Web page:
In the previous lesson we learned that by keeping a few simple rules it is possible to turn audience questions and comments into a tool that helps our speech rather than hinder it. In this lesson we’ll see what happens when we get a question we don’t know the answer to.
This fear is familiar to anyone who ever stood in front of audience: What do you do when a question comes and you don’t know the answer? Theoretically the answer should have been to be better prepared, but realistically there is a limit on how much one can prepare while there is no limit on the number of possible questions. Therefore it is imperative to develop the skill to handle questions when not knowing the answer.
There are 4 main ways to handle such situations and it is important to be proficient in all of them. This is because every technique has its strengths and weaknesses, and each one is suited to a different situation. In addition, every such method, when over-used, becomes transparent and looks like an excuse. Therefore it is important to use all of them, switch between them, and never use one of them too many times in a row.
1. Answer the question with a question
This method is useful for teachers and lecturers, especially with when caught hot handed not knowing.
- Return the question to the asker
This is the basic approach. Simply return the question to the asker and ask how he would’ve answered it. This approach is useful for black-out situations when we forget the answer to a simple question, or for questions about an opinion. But, it is dangerous to use this technique on informative questions.
- Return the question to the whole class
This technique is more appropriate for general-knowledge questions, as there is a bigger chance that at least someone in the audience will know the answer.
- Turn the question into homework
Here we refer the question to the next meeting. Its strentgh is that it works for just about any questions, but its weakness is that it works only when the speaker is in a position to order homework, and only when there is indeed a subsequent meeting.
Limitations – This method requires a convincing and authoritarian appearance otherwise the fakery becomes apparent. Otherwise it is better to use the ‘tentative answer’ approach. Also, this technique only works for speakers who ordinarily engage the audience, and therefore make it seem more natural.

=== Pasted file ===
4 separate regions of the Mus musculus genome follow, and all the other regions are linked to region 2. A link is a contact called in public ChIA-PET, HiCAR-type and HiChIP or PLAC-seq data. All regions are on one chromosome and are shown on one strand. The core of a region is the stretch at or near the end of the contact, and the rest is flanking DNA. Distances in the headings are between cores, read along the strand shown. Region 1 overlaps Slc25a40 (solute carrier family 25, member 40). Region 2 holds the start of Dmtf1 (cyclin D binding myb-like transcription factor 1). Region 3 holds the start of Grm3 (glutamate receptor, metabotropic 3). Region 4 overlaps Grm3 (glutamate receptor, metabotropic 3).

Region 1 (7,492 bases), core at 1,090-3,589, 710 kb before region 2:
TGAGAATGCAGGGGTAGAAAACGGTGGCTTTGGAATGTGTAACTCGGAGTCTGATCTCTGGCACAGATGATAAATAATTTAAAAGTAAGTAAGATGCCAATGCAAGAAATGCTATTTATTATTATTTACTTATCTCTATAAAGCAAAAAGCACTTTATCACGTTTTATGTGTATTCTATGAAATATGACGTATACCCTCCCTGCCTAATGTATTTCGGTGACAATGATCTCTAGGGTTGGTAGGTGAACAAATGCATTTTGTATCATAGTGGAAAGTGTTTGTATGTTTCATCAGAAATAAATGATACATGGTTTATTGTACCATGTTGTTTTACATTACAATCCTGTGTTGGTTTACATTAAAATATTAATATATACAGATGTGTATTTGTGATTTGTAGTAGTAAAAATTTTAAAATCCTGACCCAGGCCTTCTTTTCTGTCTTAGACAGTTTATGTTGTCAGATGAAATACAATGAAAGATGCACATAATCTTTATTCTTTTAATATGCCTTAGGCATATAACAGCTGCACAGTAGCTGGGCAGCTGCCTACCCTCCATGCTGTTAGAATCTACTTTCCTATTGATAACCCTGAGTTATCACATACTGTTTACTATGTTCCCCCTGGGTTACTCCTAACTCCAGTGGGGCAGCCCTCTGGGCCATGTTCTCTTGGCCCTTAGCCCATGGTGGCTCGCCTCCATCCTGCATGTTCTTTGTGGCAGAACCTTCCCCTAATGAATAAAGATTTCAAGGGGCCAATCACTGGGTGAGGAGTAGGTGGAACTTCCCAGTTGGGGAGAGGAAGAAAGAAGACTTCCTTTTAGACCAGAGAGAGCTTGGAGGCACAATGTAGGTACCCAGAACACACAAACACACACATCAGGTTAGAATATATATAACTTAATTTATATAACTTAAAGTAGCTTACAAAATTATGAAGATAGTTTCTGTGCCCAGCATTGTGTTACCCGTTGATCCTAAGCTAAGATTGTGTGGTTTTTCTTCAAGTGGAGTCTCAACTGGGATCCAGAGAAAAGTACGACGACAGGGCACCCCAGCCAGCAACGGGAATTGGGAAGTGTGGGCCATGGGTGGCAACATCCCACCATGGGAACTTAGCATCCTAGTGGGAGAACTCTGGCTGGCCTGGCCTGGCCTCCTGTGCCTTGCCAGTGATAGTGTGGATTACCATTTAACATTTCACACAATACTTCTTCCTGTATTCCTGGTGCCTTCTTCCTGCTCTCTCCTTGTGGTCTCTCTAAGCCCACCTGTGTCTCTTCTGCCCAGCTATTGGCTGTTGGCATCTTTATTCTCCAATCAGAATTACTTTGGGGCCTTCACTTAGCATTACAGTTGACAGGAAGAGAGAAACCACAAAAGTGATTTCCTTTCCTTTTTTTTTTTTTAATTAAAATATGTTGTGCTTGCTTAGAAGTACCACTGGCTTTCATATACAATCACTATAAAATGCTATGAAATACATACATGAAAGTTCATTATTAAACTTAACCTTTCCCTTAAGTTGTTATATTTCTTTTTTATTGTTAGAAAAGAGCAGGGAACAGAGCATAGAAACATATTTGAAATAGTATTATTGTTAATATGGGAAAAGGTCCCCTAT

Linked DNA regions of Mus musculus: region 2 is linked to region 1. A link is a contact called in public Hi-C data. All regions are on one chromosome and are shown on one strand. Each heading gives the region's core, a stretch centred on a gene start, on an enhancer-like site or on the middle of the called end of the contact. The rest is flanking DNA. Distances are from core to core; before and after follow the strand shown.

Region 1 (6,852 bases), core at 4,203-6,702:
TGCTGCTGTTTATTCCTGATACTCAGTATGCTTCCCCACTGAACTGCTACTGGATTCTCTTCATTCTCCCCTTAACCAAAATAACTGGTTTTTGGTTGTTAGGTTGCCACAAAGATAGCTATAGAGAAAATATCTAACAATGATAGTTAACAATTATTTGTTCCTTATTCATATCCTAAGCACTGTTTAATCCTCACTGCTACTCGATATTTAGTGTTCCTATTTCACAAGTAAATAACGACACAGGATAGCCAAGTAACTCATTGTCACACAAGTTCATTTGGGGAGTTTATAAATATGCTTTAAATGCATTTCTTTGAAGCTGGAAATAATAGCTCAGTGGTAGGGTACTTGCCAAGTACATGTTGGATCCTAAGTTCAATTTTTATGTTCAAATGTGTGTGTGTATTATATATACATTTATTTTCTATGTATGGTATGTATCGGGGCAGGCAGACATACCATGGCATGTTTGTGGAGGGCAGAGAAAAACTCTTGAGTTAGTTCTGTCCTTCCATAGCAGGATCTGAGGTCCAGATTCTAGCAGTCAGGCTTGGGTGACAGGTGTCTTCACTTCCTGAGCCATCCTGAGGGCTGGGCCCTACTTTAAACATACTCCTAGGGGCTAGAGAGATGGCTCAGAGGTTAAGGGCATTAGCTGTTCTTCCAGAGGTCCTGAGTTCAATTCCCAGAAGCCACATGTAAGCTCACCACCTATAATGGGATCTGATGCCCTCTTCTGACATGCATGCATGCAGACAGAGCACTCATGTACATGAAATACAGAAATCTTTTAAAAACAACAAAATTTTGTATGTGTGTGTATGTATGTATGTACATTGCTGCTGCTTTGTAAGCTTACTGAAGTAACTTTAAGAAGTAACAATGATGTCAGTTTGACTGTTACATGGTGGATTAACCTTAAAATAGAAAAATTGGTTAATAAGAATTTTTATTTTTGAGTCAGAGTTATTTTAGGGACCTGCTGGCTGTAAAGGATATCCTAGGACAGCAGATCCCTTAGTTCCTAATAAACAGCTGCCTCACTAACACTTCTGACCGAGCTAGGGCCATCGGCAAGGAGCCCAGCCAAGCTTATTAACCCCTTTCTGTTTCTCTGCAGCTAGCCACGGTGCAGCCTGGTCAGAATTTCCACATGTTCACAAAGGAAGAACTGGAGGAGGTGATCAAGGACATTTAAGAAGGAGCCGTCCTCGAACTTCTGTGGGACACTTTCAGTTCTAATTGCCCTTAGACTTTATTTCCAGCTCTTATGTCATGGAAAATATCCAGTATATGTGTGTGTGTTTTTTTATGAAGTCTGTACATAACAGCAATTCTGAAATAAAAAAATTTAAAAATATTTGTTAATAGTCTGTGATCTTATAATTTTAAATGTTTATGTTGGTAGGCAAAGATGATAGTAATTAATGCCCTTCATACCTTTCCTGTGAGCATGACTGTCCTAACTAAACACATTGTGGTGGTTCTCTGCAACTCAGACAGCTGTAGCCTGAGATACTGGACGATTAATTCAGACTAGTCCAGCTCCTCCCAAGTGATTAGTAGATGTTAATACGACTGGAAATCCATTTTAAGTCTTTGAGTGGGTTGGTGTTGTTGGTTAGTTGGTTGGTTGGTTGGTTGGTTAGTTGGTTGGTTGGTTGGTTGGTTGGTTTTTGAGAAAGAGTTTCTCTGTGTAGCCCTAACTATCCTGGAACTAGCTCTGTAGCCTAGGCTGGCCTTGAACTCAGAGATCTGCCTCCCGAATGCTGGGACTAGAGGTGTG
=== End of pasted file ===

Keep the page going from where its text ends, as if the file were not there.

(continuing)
2. Give a Tentative Answer
This technique is intended for uncertainty rather than out-right blank answer – for when we have a rough idea about the answer but nothing definite. The magic in this technique is to give the answer with an unconfident tone and make it conditional. It is useful, though not necessary, to promise to check and return with an answer.
In effect, this is a way to give an uncommitted answer, in a way that allows you to be wrong.
Limitations – this method cannot be used for a question about something immediately actionable. also, it cannot be used about a decision that has already been made and which you’ve been part of.
3. Change Subject – “Zoom-In” or “Zoom-Out”
In this technique the idea is to talk about something you know rather than something you don’t. This method got a bad reputation from politicians over-using it so much that it has become the butt of jokes. Therefore the old techniques of ‘X is not the right question. The right question is Y’ can no longer be used.
Instead, the right way to change subject is to focus in or to zoom out.
- Zoom In – In this method we answer about one part of the question which we know about. For example, asked about freezing West-Bank settlements we may answer with a story about one settlement.
- Zoom Out – In this method we answer about the question and some bigger issues together. To use the West-Bank settlements example, we may answer about the whole peace process.
Limitations – This method can fool the audience, but it will usually not fool the asker, so it is best not to allow follow-up questions.
4. Use Your Ignorance – ‘I don’t want to mislead you’
This is my favorite approach. I discovered some years ago that admitting ignorance, done frankly, actually leads audiences to appreciate you more. There are so many wise-guys in the world who would do anything to hide the fact that they don’t know, that simple admission becomes refreshing and surprising.
This technique works best if we mix the question we don’t know between several that we do know. Then, it is important to look visibly sincere in saying we don’t know, and add something to the effect of “I only talk about things I understand” or “This is not my area of expertise so I’ll have to give this question a pass”.
Done right this method actually improves your professional credentials, because of its exception-that-proves-the-rule effect: By acknowledging that I don’t know one question i give the best proof that I actually do know all the others.
Limitations – This method should be used very sparingly, otherwise we stop looking sincere and start looking ignorant.